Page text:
I’ve been reading Mark Tungate’s history of global advertising Ad Land over the past few weeks (reading books takes on a new time frame when you have toddlers). It’s been an interesting background to the ad and marketing industry, and has given me a few surprises not least, how old most of the major ad agencies are, and how egotistical most ad people must be that almost all of the agencies are named after their founders…
One of the things that has really struck me, though, is how the debate between scientific marketers who believe in measurement and predictability, and those that believe in creativity and inspiration leading decisions has been going on throughout the lifetime of the modern advertising industry.
This ideological split, and the almost religious zeal that both does can have in believing that they are right, was brought to mind in news stories that I have heard in the past couple of days, and how hard the measurement of things can be.
How long does it take to go through border control at British airports is a matter of political contention at the moment, mostly it seems, because no one can quite agree on how to measure how long a queue waiting time is. As soon as you start to look at the issue, you realise that it is actually a fairly complex problem, with issues of fair averages and sampling being top of the list of challenges.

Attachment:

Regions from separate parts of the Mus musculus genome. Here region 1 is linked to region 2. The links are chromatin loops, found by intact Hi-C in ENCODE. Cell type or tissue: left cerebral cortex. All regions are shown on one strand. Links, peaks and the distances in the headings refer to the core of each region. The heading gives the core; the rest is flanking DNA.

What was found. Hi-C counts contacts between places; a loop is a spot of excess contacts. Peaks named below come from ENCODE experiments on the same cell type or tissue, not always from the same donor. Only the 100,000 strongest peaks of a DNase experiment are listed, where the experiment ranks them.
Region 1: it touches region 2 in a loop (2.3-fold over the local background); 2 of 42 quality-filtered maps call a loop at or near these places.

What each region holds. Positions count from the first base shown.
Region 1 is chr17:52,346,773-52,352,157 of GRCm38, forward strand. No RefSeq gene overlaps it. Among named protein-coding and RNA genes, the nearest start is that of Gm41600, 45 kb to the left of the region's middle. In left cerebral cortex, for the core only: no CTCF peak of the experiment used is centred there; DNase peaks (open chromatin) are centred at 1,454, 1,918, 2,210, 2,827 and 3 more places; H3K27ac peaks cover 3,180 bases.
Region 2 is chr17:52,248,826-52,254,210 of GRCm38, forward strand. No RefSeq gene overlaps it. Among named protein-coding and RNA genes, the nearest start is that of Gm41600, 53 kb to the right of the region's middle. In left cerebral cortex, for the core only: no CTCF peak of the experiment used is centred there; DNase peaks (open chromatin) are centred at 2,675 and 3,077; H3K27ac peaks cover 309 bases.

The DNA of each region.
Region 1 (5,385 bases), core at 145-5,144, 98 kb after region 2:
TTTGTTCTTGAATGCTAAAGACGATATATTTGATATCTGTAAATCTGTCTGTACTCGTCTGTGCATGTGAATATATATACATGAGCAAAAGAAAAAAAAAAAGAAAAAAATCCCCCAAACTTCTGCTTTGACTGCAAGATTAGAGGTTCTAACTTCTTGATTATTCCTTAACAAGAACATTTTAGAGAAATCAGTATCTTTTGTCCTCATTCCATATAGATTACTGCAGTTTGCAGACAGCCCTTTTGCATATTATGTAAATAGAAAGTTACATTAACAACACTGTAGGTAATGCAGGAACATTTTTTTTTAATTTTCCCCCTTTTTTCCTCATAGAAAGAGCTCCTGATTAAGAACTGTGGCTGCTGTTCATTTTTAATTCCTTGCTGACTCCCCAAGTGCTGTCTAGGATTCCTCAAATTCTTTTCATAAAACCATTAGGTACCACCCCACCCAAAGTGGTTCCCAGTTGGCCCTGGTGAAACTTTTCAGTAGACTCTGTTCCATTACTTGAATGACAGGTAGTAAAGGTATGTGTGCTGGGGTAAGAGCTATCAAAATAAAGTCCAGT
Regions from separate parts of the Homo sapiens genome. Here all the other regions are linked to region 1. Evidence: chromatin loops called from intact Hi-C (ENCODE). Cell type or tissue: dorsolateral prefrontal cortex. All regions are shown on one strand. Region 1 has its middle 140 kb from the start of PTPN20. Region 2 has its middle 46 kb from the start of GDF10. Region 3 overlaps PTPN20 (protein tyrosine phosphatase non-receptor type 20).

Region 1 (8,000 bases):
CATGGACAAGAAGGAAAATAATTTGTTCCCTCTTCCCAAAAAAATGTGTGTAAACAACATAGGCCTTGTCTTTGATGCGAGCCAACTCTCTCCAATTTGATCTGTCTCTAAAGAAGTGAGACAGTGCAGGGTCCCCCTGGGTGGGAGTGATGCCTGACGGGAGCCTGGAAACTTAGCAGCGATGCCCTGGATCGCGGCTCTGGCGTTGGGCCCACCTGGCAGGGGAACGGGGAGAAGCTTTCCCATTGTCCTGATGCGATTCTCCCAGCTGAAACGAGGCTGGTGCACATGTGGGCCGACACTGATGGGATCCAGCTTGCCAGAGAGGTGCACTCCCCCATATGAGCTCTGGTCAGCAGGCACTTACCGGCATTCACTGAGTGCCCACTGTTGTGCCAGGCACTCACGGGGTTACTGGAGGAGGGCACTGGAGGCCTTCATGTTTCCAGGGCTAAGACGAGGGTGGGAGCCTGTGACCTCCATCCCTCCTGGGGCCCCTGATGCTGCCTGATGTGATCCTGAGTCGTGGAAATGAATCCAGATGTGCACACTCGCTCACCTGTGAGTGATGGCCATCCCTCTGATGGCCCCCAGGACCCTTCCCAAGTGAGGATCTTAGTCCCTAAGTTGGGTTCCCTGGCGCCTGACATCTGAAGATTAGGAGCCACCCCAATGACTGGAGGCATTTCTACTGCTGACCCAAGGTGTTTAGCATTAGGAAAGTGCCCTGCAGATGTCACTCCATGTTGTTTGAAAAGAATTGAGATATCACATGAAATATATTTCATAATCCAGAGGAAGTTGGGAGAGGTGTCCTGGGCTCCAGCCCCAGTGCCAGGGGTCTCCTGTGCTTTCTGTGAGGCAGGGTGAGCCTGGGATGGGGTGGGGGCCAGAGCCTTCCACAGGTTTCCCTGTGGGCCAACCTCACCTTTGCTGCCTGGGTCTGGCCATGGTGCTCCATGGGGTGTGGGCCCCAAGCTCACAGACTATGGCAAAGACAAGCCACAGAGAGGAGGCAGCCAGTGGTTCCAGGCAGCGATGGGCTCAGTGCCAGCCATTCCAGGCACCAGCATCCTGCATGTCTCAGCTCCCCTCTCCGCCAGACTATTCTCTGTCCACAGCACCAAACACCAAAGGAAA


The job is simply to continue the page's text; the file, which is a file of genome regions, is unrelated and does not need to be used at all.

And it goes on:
Yesterday’s announcement of trading results by Sainsbury’s also showed that something as seemingly clear cut as profit also its subject to interpretation as the supermarket’s “underlying” profit (excluding items like property deals) was significantly better than its overall bottom line results portrayed.
One of the things that technology has brought to the mix in the world of marketing its that it offers new levels of measurability previously unheard of in more traditional mass media. This is shaping how technology spend is happening in organisations, with Gartner earlier this year predicting that the CMO would be spending more on IT than the CIO by 2017.
But as both of the earlier examples show, even if you can ‘measure’ something, you shouldn’t assume that everyone will agree on your numbers.